This month’s kid’s books both touched a sensitive chord with me since they involve deployed daddies. My husband was a Marine in Fallujah, Iraq, happily before we had children, but it’s a sensitive issue for me. Here’s how they did:
New Books For Kids: Lilla’s Sunflowers And Cole’s Perfect Puppy
Lilla’s Sunflowers by Colleen Rowan Kosinski is a sweet and sensitive book for children ages 3-6. The story is short and simple, as is suitable for that level. The artwork, like the story’s heroine, is wistful and whimsical. Lilla sends a sunflower seed away with her Daddy, and misses him as her flowers at home grow. She takes comfort in a picture of him with the sunflower that he grew from her seed, and after his return receives photos of other families with their own sunflowers grown from that flower. Although the military aspect comes through in the illustrations, the text of the story is not military specific at all, nor does it address the danger Lilla’s daddy may be in, both of which I think are extremely appropriate. Instead, the illustrations portray the scope of Lilla’s emotions, from hopeful to angry to sad. The book is meant to be a comfort to any child whose parent is away for an extended period, and we have certainly been in that boat. I give this book an A+.
Cole’s Perfect Puppy
Cole’s Perfect Puppy By Frances Crossno is about a boy and his dog, his family, and a friend named Rachel, whose father died in Iraq. When I read the part where Rachel briefly explains this, not at all expecting it, my throat caught and my five-year-old daughter poignantly said, “But our Daddy didn’t die.” I wasn’t quite prepared for that.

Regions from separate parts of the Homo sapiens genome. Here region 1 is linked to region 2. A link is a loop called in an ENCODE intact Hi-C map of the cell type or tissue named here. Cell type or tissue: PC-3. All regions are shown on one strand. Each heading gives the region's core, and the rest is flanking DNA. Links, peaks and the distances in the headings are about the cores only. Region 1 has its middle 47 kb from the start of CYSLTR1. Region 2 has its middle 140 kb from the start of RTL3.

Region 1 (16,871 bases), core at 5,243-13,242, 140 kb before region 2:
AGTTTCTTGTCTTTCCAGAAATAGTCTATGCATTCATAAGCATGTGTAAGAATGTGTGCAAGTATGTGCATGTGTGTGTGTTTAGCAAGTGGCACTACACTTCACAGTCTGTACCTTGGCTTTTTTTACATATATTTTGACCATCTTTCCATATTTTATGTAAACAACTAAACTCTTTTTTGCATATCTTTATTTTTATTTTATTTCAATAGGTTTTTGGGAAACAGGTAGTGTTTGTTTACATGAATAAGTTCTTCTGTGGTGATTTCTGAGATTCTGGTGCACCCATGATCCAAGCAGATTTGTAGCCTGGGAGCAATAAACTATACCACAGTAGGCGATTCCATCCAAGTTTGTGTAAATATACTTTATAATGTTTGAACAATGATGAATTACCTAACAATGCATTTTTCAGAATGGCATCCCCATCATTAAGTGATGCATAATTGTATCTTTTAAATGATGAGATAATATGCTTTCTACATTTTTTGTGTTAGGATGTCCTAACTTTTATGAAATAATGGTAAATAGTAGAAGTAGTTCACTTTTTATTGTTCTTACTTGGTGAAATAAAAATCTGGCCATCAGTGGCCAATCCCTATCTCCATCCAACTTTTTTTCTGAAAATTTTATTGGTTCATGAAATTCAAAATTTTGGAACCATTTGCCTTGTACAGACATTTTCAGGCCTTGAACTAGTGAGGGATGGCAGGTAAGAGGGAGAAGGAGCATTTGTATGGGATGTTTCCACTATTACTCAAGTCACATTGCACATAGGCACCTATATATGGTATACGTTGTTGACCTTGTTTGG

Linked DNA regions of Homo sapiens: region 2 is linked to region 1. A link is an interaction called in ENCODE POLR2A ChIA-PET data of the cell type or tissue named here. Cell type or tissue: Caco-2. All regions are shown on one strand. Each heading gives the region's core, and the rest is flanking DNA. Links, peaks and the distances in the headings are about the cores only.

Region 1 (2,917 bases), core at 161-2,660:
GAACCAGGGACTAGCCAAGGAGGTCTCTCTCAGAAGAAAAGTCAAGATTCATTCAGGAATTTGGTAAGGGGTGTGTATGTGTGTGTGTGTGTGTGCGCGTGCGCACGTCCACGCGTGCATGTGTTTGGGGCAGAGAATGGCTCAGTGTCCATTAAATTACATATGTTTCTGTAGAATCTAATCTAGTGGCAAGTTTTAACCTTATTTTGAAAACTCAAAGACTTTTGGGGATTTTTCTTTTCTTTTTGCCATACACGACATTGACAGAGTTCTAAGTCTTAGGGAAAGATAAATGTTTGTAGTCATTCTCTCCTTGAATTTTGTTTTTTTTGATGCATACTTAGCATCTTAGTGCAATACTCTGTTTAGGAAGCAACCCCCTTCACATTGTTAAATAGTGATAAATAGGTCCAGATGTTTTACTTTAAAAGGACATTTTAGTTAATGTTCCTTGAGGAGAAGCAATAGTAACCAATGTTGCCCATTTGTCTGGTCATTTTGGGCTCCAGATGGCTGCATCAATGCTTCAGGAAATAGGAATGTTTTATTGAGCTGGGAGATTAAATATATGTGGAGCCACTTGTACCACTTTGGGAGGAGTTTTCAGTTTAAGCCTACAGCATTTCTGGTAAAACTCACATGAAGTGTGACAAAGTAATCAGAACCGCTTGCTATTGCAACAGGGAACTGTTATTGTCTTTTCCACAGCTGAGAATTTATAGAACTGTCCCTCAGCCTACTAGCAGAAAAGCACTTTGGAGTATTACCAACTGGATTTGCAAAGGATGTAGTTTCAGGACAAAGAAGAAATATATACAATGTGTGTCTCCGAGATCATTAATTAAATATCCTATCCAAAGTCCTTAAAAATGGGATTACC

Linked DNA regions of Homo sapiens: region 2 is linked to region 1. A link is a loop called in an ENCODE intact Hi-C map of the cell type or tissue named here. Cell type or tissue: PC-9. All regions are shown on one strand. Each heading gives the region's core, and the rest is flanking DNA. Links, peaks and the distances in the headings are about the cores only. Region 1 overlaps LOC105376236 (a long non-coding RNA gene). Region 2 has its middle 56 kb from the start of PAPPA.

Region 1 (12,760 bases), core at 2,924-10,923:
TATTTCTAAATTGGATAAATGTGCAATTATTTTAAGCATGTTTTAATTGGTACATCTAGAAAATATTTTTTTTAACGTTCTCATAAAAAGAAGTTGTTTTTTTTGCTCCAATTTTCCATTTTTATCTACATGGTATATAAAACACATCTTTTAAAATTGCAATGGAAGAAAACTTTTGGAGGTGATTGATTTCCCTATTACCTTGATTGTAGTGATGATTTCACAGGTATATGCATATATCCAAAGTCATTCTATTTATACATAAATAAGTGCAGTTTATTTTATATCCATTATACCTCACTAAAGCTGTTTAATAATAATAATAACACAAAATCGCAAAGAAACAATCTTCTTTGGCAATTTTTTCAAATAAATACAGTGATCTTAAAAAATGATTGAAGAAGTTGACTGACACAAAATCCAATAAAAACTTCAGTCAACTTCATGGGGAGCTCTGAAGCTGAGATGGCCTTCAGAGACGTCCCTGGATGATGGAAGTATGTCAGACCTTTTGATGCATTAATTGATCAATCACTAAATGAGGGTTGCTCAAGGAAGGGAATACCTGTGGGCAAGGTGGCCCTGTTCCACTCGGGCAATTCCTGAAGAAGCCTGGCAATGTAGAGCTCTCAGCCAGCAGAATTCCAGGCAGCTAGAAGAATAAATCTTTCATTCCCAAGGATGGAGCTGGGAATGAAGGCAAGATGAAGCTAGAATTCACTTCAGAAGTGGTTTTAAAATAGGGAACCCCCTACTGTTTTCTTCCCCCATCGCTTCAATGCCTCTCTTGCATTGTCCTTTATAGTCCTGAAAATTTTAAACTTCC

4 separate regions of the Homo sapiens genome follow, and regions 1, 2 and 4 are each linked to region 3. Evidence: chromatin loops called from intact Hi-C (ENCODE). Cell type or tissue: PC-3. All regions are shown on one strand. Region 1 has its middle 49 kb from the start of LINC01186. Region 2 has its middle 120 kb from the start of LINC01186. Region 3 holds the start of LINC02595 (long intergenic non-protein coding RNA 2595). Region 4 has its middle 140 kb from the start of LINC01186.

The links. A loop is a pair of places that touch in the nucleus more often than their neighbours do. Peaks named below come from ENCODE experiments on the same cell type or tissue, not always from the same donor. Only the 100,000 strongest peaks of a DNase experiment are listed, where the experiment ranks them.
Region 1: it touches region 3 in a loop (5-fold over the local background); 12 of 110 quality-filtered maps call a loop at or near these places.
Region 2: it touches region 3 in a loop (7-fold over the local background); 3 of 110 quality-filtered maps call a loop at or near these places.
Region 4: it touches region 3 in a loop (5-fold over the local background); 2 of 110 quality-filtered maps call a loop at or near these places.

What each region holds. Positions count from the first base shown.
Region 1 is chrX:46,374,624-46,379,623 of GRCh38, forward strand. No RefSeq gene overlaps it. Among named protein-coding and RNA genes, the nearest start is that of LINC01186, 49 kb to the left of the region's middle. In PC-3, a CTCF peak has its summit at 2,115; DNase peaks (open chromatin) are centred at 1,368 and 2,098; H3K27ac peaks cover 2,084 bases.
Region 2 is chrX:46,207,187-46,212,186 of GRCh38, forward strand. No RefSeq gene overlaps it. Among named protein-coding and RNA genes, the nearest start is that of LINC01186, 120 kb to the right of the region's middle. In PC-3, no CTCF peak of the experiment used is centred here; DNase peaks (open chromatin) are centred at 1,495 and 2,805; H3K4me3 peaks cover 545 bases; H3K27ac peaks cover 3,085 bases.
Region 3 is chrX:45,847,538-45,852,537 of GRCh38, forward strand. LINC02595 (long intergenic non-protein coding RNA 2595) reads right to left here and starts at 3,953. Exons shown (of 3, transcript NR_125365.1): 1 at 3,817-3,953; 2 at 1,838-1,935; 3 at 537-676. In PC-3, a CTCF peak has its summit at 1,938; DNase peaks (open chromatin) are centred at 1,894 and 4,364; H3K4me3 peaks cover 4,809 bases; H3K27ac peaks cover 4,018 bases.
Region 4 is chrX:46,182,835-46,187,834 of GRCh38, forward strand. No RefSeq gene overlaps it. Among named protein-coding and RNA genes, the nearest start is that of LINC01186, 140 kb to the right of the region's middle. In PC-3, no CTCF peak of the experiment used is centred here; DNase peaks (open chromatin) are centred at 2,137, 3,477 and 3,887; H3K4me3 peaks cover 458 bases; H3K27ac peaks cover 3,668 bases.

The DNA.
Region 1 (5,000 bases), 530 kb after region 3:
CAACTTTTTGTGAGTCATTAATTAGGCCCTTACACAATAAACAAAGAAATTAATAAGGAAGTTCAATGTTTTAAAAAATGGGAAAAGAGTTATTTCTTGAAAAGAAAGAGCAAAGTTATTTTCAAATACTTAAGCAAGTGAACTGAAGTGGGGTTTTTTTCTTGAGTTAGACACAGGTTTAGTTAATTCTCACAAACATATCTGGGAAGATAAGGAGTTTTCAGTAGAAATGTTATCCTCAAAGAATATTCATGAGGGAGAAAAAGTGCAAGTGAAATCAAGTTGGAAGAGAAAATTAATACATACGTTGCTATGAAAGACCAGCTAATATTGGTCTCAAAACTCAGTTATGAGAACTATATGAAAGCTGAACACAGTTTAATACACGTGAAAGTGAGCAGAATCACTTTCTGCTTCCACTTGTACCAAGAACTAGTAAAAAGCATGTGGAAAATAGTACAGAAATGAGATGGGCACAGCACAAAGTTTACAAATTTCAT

There are several things I really liked about the book: it maintained a good tension that kept us wanting to read more, it pulled a few surprises that were quite entertaining, and it had a nice ending that pulled the whole thing together. The setting was not described at any great length, but I still came away with a pretty vivid sense of place that was admirable. The author is a dog lover and that comes across to good effect in her descriptions of the animals involved.
However, I’m not just a writer and book reviewer, I’m a proofreader, and sometimes when I read books for review, I just wish I could have gotten a hold of it a little earlier in the process. There are numerous editing issues in Cole’s Perfect Puppy. Quotation marks particularly appear and disappear at random and commas are also somewhat arbitrary. I’m not sure how old these kids are supposed to be–they seem quite young, but they hang out alone at the mall and Cole gets a job, so he must be, I’m thinking, at least 14? It feels a little off to me in that regard. Occasionally, the way the kids talk doesn’t always feel authentic. Finally, the book has an overt Christian message, and if you don’t share the authors faith, you may not find it appropriate for your children. We do share her faith, and I still found those passages a bit forced.
The book says at the top “Perfect Puppies Book One.” When we finished the book last night, my son exclaimed, “But it’s just book 1, right?! Because we haven’t heard their adventures together!” I take this as an endorsement, and I hope for his sake that future books in the series continue the same story. B for story, C for grammar.
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